Parkinson’s affects about 1 million Americans. Dementia is obvious in about 40 percent of patients with the disease, while an additional 50 percent have subtle signs of dementia. Dementia is most common in Parkinson’s patients with noticeable posture problems and walking difficulties. It is least common in patients with the characteristic tremors.
Diffuse Lewy body disease
It’s still a form of dementia that accompanies Parkinson’s disease, although the mental degradation is similar to that found in Alzheimer’s patients. Patients often appear rigid in their movement. The disease usually appears after age 60. Lewy bodies are abnormal cells that are found in the brain. For information on a study involving patients with diffuse Lewy body disease, please see the Memory Disorders Research Center.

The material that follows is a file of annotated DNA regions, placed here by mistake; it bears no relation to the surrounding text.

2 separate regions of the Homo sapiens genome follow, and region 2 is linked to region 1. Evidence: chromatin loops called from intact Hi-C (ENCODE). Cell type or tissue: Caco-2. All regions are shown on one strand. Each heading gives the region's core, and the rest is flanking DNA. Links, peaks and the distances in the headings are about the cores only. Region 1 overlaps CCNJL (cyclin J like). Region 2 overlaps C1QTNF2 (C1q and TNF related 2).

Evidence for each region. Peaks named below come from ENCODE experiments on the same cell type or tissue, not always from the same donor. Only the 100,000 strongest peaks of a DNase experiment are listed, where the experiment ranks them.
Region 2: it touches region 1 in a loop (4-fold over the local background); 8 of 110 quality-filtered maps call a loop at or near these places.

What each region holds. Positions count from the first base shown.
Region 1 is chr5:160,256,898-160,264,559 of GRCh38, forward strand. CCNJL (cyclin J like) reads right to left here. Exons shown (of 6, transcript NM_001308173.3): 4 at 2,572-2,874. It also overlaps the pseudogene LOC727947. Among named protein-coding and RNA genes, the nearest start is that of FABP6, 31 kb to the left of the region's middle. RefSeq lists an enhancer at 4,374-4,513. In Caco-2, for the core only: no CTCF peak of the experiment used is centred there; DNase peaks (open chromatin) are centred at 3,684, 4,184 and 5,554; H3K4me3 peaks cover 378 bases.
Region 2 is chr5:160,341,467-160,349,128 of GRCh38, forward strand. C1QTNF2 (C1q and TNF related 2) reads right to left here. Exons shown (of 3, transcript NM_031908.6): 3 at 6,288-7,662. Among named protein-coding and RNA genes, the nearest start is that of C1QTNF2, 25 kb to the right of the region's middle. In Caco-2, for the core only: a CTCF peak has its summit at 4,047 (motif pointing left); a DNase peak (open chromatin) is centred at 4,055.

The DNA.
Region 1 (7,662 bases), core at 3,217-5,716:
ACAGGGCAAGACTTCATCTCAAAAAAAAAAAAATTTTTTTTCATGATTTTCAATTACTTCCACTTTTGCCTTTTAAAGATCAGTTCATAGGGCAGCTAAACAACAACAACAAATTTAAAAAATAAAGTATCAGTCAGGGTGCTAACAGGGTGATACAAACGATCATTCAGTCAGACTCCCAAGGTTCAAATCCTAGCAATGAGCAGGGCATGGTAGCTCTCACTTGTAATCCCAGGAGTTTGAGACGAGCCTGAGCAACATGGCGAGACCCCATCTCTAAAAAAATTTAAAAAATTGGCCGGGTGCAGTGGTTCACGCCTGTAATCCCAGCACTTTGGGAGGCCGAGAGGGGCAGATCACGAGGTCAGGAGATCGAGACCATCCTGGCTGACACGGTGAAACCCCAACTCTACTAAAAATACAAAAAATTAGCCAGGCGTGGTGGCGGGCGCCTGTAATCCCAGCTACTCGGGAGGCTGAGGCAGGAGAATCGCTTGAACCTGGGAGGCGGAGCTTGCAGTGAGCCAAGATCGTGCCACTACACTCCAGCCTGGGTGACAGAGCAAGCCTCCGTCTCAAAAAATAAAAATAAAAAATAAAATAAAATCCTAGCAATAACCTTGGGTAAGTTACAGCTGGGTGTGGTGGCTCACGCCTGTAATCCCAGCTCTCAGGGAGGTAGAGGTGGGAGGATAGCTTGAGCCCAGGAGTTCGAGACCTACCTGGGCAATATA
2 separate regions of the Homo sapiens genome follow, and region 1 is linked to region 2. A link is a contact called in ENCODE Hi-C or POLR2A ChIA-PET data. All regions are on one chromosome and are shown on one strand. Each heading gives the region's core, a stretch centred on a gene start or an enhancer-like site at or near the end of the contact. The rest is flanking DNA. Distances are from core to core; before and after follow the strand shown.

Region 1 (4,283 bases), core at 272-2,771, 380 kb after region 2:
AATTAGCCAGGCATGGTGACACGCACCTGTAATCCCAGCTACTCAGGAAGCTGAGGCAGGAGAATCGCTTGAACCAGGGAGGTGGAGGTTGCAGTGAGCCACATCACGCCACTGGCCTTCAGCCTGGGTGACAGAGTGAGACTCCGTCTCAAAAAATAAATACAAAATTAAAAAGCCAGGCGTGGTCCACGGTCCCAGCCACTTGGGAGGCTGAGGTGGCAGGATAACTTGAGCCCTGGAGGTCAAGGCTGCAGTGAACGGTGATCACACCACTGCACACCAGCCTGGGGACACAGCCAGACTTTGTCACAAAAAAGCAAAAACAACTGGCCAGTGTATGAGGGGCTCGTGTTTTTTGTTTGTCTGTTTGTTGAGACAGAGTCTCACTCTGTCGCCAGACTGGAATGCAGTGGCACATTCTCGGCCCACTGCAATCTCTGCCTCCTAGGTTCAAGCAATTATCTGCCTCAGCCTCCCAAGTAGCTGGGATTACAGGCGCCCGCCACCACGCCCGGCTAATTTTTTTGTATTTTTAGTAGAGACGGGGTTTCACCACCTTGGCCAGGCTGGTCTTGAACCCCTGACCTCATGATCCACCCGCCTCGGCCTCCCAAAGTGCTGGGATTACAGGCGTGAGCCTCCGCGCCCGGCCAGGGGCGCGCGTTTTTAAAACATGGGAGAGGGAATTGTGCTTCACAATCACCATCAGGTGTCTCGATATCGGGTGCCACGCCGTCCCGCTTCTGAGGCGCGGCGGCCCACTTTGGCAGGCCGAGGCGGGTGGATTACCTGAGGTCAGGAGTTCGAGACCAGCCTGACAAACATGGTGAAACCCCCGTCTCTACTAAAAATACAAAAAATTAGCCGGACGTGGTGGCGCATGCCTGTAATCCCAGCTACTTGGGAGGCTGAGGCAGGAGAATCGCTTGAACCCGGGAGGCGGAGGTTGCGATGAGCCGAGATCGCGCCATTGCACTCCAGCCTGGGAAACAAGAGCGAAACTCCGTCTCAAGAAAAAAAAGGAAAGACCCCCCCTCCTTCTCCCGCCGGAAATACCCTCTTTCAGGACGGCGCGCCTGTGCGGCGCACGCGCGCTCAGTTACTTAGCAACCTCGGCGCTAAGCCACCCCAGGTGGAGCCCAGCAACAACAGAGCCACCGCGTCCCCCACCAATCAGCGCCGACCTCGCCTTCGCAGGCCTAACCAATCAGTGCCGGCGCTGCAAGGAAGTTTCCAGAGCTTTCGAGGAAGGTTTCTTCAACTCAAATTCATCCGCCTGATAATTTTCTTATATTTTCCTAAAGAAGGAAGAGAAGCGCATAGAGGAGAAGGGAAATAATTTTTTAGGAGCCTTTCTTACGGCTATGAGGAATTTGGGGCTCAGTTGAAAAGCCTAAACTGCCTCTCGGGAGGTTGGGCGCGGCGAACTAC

Prescribed drugs can cause dementia in the elderly. Looking over the patient’s medication regimen may reveal a reversible cause of dementia. Almost any drug can cause problems with mental function, but drugs in the following categories are particularly likely to cause problems:
- anticholinergic drugs
- antihypertensive agents
- psychotropic agents.
Prescription drugs aside, alcohol can also cause dementia. As an alcoholic loses his memory capability, his mental processes slow down and his attention span decreases.
Other causes of toxic-metabolic dementia include:
- Korsakoff’s syndrome, or thiamine deficiency (more common in alcoholics)
- Intoxication by industrial solvents and heavy metals after prolonged exposure
- Nutritional deficiencies
A number of infectious agents can cause dementia in the elderly: fungi, parasites and viruses. Dementia can also occur with illnesses such as AIDS and Lyme disease.
Depression and Dementia
Certain patients with depression may show symptoms similar to dementia. The onset of dementia is gradual, and it’s reversible with the successful treatment of the mood disorder. Symptoms include a depressed mood, a slowing of mental processes and poor memory, as well as anxiety and agitation. Yet a patient’s memory usually isn’t affected.